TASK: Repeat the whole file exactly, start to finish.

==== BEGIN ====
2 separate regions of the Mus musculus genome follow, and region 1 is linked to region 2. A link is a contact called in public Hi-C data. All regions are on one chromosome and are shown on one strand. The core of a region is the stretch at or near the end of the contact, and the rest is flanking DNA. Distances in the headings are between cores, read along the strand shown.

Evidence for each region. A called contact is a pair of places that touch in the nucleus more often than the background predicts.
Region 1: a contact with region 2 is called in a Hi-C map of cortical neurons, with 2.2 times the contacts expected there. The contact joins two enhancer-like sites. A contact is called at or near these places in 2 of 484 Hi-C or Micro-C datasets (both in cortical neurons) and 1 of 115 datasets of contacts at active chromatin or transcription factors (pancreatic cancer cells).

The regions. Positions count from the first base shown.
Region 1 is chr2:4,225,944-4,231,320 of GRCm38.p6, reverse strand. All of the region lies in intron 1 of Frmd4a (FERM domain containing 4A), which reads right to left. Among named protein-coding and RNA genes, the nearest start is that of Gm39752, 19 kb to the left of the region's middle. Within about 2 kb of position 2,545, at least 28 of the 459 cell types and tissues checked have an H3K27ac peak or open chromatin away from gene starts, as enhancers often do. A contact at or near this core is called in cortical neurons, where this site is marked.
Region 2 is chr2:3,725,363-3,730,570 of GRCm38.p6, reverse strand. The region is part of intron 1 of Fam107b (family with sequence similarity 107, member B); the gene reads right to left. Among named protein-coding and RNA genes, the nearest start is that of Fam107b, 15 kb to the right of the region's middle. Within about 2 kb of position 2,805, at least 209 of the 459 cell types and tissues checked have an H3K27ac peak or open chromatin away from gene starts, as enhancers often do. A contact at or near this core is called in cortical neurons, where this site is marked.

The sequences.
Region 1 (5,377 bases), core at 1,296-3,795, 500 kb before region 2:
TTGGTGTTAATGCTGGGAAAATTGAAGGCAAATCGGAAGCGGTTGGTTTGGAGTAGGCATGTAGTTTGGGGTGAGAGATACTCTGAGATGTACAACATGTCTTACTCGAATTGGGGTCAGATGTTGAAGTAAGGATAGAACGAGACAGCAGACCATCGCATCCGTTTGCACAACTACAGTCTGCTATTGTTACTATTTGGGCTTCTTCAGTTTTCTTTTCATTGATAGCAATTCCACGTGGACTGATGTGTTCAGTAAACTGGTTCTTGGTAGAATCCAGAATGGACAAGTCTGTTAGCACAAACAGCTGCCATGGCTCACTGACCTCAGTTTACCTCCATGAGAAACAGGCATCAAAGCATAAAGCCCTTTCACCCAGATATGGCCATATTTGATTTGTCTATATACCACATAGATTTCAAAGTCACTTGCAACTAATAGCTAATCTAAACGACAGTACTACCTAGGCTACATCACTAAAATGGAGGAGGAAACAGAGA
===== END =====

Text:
2 separate regions of the Mus musculus genome follow, and region 1 is linked to region 2. A link is a contact called in public Hi-C data. All regions are on one chromosome and are shown on one strand. The core of a region is the stretch at or near the end of the contact, and the rest is flanking DNA. Distances in the headings are between cores, read along the strand shown.

Evidence for each region. A called contact is a pair of places that touch in the nucleus more often than the background predicts.
Region 1: a contact with region 2 is called in a Hi-C map of cortical neurons, with 2.2 times the contacts expected there. The contact joins two enhancer-like sites. A contact is called at or near these places in 2 of 484 Hi-C or Micro-C datasets (both in cortical neurons) and 1 of 115 datasets of contacts at active chromatin or transcription factors (pancreatic cancer cells).

The regions. Positions count from the first base shown.
Region 1 is chr2:4,225,944-4,231,320 of GRCm38.p6, reverse strand. All of the region lies in intron 1 of Frmd4a (FERM domain containing 4A), which reads right to left. Among named protein-coding and RNA genes, the nearest start is that of Gm39752, 19 kb to the left of the region's middle. Within about 2 kb of position 2,545, at least 28 of the 459 cell types and tissues checked have an H3K27ac peak or open chromatin away from gene starts, as enhancers often do. A contact at or near this core is called in cortical neurons, where this site is marked.
Region 2 is chr2:3,725,363-3,730,570 of GRCm38.p6, reverse strand. The region is part of intron 1 of Fam107b (family with sequence similarity 107, member B); the gene reads right to left. Among named protein-coding and RNA genes, the nearest start is that of Fam107b, 15 kb to the right of the region's middle. Within about 2 kb of position 2,805, at least 209 of the 459 cell types and tissues checked have an H3K27ac peak or open chromatin away from gene starts, as enhancers often do. A contact at or near this core is called in cortical neurons, where this site is marked.

The sequences.
Region 1 (5,377 bases), core at 1,296-3,795, 500 kb before region 2:
TTGGTGTTAATGCTGGGAAAATTGAAGGCAAATCGGAAGCGGTTGGTTTGGAGTAGGCATGTAGTTTGGGGTGAGAGATACTCTGAGATGTACAACATGTCTTACTCGAATTGGGGTCAGATGTTGAAGTAAGGATAGAACGAGACAGCAGACCATCGCATCCGTTTGCACAACTACAGTCTGCTATTGTTACTATTTGGGCTTCTTCAGTTTTCTTTTCATTGATAGCAATTCCACGTGGACTGATGTGTTCAGTAAACTGGTTCTTGGTAGAATCCAGAATGGACAAGTCTGTTAGCACAAACAGCTGCCATGGCTCACTGACCTCAGTTTACCTCCATGAGAAACAGGCATCAAAGCATAAAGCCCTTTCACCCAGATATGGCCATATTTGATTTGTCTATATACCACATAGATTTCAAAGTCACTTGCAACTAATAGCTAATCTAAACGACAGTACTACCTAGGCTACATCACTAAAATGGAGGAGGAAACAGAGA